The earliest mention I can find is the SGML standard (1986) which lists
intcal in its additional mathematical symbols list under "binary and large operators" the definition being (in full)
<!ENTITY intcal SDATA "[intcal]"--/intercal B: intercal-->
which means the the entity
⊺ could be used to make an unspecified system specific character (with as for all characters in this standard no encoding or pictorial clue what the character should look like). Note however the section heading and the /B in the entity definition comment both imply that the intended use is as a binary operator (which would imply that using it as a funky
T for matrix transpose is a mis-use)
Unicode 1.0 added INTERCALATE at U+22BA citing SGML
intcal as a prior character
In MathML we assigned alias
⊺ to this and defined it (as required by XML which does not have SDATA entities) to U+22BA so MathML defines
<!ENTITY intcal "⊺" ><!--INTERCALATE -->
<!ENTITY intercal "⊺" ><!--INTERCALATE -->
so both of names
⊺ work in MathML, and so in HTML since version 5, which incorporated the MathML entities.
Separately the AMS (AMS this time standing for American Mathematical Society, not the AMS in ISOAMSB which stands for ISO Additional Mathematical Symbols set B) produced the TeX AMS Fonts and assigned the character the name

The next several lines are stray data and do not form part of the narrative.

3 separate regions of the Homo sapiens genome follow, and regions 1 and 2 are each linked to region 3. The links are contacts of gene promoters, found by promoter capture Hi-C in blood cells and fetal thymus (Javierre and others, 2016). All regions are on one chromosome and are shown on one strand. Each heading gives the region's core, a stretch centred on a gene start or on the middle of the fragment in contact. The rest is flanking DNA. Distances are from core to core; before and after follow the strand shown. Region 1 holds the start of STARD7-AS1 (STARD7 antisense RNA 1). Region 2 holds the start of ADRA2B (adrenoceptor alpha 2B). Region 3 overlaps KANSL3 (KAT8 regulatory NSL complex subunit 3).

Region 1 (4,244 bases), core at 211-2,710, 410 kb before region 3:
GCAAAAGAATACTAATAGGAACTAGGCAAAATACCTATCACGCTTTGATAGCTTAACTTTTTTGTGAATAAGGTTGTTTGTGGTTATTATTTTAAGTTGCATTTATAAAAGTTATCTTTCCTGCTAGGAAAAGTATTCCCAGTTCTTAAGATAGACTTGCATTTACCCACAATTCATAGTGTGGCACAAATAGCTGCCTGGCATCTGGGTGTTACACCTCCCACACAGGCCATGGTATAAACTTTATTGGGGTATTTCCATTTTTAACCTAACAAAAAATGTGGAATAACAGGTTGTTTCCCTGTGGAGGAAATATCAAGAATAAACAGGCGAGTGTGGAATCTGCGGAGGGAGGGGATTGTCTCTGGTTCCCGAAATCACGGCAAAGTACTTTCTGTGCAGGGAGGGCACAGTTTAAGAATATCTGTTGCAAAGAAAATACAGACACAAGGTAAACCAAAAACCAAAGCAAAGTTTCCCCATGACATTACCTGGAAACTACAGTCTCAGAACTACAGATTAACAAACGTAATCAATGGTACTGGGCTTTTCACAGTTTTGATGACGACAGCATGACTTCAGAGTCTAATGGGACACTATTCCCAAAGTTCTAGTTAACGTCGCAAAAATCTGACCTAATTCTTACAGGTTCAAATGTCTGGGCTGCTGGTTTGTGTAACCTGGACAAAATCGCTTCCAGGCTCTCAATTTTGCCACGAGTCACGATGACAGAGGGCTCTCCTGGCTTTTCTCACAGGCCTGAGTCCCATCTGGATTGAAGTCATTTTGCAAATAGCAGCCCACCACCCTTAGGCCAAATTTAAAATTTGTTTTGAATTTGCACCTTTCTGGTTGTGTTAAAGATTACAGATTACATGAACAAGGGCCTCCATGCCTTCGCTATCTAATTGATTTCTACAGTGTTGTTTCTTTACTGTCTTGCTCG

\intercal as a binary operator with definition (in its later latex2e form)
unicode math package keeps the
\intercal name defining it, as in MathML, to be U+22BA, again as a binary operator
So U+22BA is intercal and looks like ⊺ which is sort of like a squashed dropped sans serif T, not to be confused with T (U+0054) which looks like T, or top (U+22A4) which looks like ⊤.
As the editor of at least some of the specifications mentioned above I can confirm that the name has just been inherited without any actual knowledge of what the character is supposed to be used for.
Wikipedia suggests "intercalate" may be used in
Intercalation or embolism in timekeeping is the insertion of a leap day, week, or month into some calendar years to make the calendar follow the seasons or moon phases. Lunisolar calendars may require intercalations of both days and months.
In chemistry, intercalation is the reversible inclusion or insertion of a molecule (or ion) into materials with layered structures.
Intercalation, in the context of university administration, is a period when a student is allowed to officially take time away from studying for an academic degree.
But nowhere do I see any use of a symbol resembling T